Every item of clothing has a label. Whether that label is Gap or Gucci, it still has a name and, therefore, a general reputation. Reputations keep the brand in line and on track of their image; they keep them consistent. When a costumer has an expectation for a certain look or quality, it's part of the brand's responsibility to deliver that. If they fail that responsibility, they loose their reputation; it's simple. The reputation is what they, the brand, make of it. They can choose to build a strong brand with character and quality and make their name powerful. But this includes sticking to one look or idea, part of the reliability bit. For example, a Ralph Lauren show is expected to be luxury, a Dolce stereotypically Italian, Jil Sander is always minimalistic. As I wrote about more in this post, this could be beneficial or limiting to the brand and designer. But I'm not going to restate all those ideas in today's post. Today, I'm specifically writing about the weight of the name.
People generally expect more style and quality from high fashion brands than everyday brands. This is because of the history of the brand. Naturally, high fashion brands should have better quality and aesthetic because of the price and the name. The name is the price and aesthetic and quality, but recently it's been becoming more about the name and less about all those other components that are so much more important. Fashion has always been about the label, but only because the label means something. It represents something special and unique to that brand. When brands start resting on their laurels, it starts being about the label, and just the label, and that's when the trouble begins. So obviously, it's going to take a bit of effort to get today's industry out of the trouble.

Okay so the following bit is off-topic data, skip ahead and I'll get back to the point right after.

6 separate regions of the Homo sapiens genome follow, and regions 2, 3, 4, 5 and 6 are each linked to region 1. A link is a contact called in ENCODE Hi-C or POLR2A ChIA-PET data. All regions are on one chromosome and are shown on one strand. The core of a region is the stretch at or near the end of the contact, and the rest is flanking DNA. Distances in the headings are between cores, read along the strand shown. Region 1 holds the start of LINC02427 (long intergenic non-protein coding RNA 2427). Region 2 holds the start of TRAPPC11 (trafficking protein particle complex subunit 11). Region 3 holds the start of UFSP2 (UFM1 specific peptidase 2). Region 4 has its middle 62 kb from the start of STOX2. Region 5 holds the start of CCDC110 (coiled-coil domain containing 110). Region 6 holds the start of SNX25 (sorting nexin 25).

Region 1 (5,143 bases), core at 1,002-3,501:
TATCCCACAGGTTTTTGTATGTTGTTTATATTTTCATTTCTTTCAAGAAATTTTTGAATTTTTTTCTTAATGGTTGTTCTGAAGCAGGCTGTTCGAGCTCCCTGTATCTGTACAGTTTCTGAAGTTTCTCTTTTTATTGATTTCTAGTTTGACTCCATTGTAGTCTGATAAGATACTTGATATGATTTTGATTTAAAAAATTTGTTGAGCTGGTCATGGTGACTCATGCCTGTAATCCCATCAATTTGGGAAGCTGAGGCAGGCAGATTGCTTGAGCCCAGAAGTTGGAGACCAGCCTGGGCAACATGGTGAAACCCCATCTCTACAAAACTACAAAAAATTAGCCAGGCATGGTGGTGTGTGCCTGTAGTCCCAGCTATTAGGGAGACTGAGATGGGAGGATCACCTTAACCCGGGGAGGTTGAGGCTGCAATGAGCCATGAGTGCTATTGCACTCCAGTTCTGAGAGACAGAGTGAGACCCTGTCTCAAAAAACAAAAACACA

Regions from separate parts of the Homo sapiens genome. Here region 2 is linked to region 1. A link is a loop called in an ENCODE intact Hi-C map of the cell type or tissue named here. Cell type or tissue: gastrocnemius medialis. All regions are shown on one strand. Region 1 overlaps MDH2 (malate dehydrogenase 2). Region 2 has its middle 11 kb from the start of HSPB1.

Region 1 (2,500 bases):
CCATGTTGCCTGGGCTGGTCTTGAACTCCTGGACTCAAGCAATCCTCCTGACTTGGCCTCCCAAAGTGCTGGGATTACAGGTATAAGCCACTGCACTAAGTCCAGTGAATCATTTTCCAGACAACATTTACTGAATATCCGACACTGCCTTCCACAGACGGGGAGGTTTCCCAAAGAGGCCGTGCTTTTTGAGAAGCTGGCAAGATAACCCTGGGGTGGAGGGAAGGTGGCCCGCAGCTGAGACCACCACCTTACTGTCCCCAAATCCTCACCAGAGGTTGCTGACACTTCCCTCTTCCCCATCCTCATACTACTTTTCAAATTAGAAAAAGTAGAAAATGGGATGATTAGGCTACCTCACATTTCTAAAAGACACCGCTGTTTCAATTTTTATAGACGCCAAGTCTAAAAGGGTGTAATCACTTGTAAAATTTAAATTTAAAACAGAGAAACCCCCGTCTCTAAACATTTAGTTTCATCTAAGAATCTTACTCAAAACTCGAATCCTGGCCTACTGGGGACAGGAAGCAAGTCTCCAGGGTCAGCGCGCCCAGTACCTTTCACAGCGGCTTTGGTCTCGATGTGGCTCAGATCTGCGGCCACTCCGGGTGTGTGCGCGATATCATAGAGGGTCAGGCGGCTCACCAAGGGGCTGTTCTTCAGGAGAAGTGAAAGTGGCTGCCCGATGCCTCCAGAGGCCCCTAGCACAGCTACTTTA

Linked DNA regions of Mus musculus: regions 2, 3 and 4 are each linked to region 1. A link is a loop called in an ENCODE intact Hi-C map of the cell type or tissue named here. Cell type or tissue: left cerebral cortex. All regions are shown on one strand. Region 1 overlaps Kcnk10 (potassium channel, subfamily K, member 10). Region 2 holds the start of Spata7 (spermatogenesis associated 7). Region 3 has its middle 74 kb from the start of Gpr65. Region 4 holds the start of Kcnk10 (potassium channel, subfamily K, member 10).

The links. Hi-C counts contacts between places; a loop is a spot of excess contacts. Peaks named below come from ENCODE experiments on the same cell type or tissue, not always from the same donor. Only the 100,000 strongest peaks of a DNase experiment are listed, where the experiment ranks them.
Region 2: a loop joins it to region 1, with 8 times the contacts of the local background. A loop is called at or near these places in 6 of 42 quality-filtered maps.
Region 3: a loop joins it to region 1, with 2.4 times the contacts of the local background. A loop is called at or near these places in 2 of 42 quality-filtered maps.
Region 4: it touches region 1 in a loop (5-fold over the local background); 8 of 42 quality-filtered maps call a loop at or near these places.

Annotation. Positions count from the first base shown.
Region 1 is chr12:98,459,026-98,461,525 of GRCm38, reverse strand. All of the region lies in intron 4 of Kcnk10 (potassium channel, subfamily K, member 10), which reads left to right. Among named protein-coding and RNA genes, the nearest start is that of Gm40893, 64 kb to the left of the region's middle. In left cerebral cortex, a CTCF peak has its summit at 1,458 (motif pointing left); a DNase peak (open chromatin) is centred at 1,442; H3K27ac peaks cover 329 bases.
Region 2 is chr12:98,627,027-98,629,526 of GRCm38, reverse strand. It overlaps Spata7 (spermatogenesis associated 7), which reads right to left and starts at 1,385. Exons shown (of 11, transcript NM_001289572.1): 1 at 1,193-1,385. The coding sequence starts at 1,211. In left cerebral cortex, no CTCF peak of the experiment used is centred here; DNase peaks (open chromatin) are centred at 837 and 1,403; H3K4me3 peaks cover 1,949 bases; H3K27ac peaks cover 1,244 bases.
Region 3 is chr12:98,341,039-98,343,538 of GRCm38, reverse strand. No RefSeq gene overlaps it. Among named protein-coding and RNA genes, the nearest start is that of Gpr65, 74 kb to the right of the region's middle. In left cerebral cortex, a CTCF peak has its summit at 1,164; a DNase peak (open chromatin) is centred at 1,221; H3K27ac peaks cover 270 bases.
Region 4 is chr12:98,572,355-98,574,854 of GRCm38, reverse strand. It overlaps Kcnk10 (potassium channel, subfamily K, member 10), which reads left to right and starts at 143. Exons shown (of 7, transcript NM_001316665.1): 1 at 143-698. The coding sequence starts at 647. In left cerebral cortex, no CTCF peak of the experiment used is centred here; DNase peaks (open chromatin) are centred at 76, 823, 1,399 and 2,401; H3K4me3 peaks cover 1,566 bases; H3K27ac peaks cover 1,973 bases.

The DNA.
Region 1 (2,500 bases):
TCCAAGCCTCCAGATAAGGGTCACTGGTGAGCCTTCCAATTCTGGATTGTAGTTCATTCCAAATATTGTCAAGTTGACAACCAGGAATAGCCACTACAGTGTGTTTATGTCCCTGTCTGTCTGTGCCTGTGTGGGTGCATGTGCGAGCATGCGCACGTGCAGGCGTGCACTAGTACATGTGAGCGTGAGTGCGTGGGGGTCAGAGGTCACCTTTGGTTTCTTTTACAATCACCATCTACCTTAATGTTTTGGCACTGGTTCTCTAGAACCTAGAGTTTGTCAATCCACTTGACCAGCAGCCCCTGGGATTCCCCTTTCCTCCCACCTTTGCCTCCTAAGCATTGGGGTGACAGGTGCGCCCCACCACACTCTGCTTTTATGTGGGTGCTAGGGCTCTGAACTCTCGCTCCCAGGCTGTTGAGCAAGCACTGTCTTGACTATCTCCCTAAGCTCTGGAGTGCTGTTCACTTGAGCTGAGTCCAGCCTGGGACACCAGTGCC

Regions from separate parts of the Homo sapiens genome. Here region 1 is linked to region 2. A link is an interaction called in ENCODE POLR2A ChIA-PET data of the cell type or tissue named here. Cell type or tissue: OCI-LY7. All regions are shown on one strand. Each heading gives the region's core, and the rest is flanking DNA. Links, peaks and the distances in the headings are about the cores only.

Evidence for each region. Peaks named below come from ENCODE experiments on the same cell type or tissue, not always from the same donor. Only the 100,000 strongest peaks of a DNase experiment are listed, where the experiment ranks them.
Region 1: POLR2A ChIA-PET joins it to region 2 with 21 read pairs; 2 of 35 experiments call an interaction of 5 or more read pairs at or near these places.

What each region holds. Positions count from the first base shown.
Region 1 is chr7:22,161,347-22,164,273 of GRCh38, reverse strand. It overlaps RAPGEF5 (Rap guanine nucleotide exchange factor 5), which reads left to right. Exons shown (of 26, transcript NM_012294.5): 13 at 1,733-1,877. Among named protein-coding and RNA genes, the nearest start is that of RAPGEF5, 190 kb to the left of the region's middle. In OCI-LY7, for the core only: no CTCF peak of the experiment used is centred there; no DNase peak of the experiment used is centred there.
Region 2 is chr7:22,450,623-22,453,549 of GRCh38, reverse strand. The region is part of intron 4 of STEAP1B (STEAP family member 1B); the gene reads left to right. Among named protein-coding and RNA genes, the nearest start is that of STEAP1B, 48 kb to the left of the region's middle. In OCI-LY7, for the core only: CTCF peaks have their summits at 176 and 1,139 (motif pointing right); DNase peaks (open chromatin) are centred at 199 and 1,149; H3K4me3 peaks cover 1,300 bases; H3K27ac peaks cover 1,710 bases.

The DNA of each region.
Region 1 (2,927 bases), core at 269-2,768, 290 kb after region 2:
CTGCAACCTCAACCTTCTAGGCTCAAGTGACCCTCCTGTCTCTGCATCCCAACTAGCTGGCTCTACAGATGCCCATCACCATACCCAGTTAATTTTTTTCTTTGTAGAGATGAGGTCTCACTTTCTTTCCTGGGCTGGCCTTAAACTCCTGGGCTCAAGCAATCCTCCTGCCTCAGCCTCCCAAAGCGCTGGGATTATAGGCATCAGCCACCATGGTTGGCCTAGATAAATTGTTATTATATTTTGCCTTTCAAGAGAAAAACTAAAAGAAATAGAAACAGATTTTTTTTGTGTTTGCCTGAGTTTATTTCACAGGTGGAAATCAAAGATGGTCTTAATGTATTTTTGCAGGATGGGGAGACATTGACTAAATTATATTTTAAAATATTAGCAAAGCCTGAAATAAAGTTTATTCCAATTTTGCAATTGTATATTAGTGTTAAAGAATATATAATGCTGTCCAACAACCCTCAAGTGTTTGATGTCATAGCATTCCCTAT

This is a look from Thom Browne Pre-Fall 2015. This look can be copied very easily, but by no means is Thom Browne resting on his laurels (as you would know right away if you saw the rest of the collection). There is a difference between relying on a name and creating wearable clothes. Designers need to find the balance between fresh & new and reliable & familiar.